The criminalisation of homosexuality under the Indian Penal Code is fundamentally a remnant of Victorian moral values that filtered into Indian society as a by-product of British Colonial rule, in the form of s 377 of the Indian Penal Code.
Bill Rowlings* questions how ‘professional’ is the Legal Profession Board of Tasmania. It’s a quango that only recently worked out it needs to abide by model litigant principles, a decade after it was created. And it seems to particularly dislike the right of people to question, scrutinise and dissent.
It is a body which annually seeks funding approval from the Attorney-General and reports formally to the AG each year, making it a quango despite its claims of “independence”. It has 10 statutory functions. Handling complaints is the third listed, but seems to dominate its activities overwhelmingly. Educating the public is one of its activities which appears to have received a very much lower priority.
In the aftermath of Melbourne’s Bourke St tragedy, in which a driver ran amok in the CBD in January 2017, the Victorian Government announced changes to the state’s bail system along with a two-stage major review of Victoria’s bail laws.
The first tranche of reforms is due to begin on 1 July this year, with the second set of amendments still to be debated in the upper house of Parliament.
Opposition Leader Matthew Guy has continued to chastise Daniel Andrews for delaying commencement of the bail reforms, calling instead for them to begin at the end of March.
The education of lawyers can last a lifetime…sometimes somebody else’s, in jail. James Moore explains why it is important for civil society to question our laws and legal structures. 20 March 2017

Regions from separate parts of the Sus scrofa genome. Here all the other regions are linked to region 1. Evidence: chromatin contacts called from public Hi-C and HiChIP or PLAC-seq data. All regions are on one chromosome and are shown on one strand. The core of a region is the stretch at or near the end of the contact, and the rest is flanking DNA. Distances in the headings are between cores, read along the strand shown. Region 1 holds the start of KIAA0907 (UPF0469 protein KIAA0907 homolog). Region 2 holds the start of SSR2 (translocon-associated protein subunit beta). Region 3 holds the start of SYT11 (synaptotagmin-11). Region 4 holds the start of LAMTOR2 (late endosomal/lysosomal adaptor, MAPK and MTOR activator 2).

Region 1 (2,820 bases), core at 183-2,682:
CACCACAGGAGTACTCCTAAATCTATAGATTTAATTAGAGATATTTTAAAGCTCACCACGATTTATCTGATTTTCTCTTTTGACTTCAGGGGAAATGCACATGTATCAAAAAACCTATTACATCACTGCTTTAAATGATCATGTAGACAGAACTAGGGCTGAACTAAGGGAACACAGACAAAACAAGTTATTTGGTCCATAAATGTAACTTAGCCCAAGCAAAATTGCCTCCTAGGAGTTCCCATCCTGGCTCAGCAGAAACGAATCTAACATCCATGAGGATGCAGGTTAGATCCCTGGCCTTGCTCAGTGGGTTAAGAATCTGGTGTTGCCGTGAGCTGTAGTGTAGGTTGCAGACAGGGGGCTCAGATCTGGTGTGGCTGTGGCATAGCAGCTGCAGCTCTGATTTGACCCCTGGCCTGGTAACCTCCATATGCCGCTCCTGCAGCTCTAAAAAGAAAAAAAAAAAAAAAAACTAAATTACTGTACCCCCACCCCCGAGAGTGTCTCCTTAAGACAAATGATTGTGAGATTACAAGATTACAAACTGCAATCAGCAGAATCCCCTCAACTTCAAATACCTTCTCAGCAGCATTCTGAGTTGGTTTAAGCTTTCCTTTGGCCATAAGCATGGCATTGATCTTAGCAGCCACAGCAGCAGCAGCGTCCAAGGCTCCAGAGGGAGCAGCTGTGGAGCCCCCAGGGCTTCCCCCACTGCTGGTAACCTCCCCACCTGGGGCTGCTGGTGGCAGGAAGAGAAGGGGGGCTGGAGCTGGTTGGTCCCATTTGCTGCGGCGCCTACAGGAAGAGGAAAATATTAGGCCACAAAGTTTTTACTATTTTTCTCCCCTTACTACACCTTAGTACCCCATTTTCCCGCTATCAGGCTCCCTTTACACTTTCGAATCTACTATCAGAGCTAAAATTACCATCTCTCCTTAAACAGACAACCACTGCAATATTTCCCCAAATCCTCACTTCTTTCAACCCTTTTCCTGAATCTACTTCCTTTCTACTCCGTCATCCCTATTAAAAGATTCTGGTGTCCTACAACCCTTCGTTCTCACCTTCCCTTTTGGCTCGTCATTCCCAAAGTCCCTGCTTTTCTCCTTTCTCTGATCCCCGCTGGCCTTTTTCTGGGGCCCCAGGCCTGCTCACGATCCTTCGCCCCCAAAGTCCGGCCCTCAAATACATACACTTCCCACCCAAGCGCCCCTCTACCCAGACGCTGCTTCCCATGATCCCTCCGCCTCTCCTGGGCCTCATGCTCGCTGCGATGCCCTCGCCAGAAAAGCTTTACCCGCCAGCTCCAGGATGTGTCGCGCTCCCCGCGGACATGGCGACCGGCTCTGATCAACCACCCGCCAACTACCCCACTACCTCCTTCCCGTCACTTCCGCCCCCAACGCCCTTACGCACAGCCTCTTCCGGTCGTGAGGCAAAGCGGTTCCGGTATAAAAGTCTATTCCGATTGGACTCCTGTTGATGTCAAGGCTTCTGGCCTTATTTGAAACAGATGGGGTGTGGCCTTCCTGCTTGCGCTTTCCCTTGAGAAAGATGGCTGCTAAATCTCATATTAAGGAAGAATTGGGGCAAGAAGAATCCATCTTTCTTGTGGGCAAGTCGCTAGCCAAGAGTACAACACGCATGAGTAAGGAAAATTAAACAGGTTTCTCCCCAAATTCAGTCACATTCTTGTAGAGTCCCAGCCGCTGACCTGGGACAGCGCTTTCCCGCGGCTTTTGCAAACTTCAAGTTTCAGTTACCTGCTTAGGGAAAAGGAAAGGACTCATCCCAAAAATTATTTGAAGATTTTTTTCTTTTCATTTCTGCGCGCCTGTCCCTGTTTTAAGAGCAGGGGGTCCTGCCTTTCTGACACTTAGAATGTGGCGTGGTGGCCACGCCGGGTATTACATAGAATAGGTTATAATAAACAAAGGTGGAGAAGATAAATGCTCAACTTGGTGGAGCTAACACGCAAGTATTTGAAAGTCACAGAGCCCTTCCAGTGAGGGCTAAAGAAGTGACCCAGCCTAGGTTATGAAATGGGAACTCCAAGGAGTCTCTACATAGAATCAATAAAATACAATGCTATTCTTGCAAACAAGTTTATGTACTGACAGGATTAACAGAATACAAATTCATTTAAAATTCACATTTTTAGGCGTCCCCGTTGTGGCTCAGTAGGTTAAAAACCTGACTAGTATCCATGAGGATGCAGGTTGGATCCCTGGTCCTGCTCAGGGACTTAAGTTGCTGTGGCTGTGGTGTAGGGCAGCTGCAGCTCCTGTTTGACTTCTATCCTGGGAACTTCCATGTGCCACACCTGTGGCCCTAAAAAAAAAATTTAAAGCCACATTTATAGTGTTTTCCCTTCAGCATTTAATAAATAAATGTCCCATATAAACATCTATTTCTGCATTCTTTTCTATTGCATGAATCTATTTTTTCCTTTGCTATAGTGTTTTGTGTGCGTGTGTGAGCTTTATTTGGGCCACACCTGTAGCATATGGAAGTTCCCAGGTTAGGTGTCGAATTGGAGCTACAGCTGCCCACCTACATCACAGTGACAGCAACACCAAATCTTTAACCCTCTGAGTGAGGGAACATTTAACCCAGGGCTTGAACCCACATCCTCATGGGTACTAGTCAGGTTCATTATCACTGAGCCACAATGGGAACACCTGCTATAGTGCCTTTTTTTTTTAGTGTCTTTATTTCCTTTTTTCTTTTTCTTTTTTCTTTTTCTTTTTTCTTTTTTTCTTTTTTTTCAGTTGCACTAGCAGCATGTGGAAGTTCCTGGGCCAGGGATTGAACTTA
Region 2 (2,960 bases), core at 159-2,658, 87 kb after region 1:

Australians with intimate knowledge of our sleazy dealings over oil reserves with East Timor are delighted the Labor Party has announced a change in policy. John Martinkus explains why. 19 April 2016
Police always think they’re right: it’s Copper 101. Watchers of Ch 10’s morning program, where police protesteth too much, might recall they’re wrong every time someone is acquitted, which is very regularly. 9 Mar 2016
A nurse crashed headlong into compensation ’justice’ when an accident – not her fault – forced her to succumb to the talons of the legal profession, in many of its guises. 9 Mar 2016
As the wrong parliamentary committee considers such a vital question as Australian citizenship, it will be deliberating on a crucial liberties and rights issue that is nowhere defined in law. 24 July 2015
DPPs have enormous power in the justice system, ACT barrister Jack Pappas writes, agreeing with SA’s legal fraternity that such power should be closely watched and subject to independent oversight. 11 July 2015
Barrister Felicity Gerry tells the story of saving one life when the two Bali 9 men were executed: Mary Jane Veloso’s story stands for the plight of trafficked women worldwide. 10 July 2015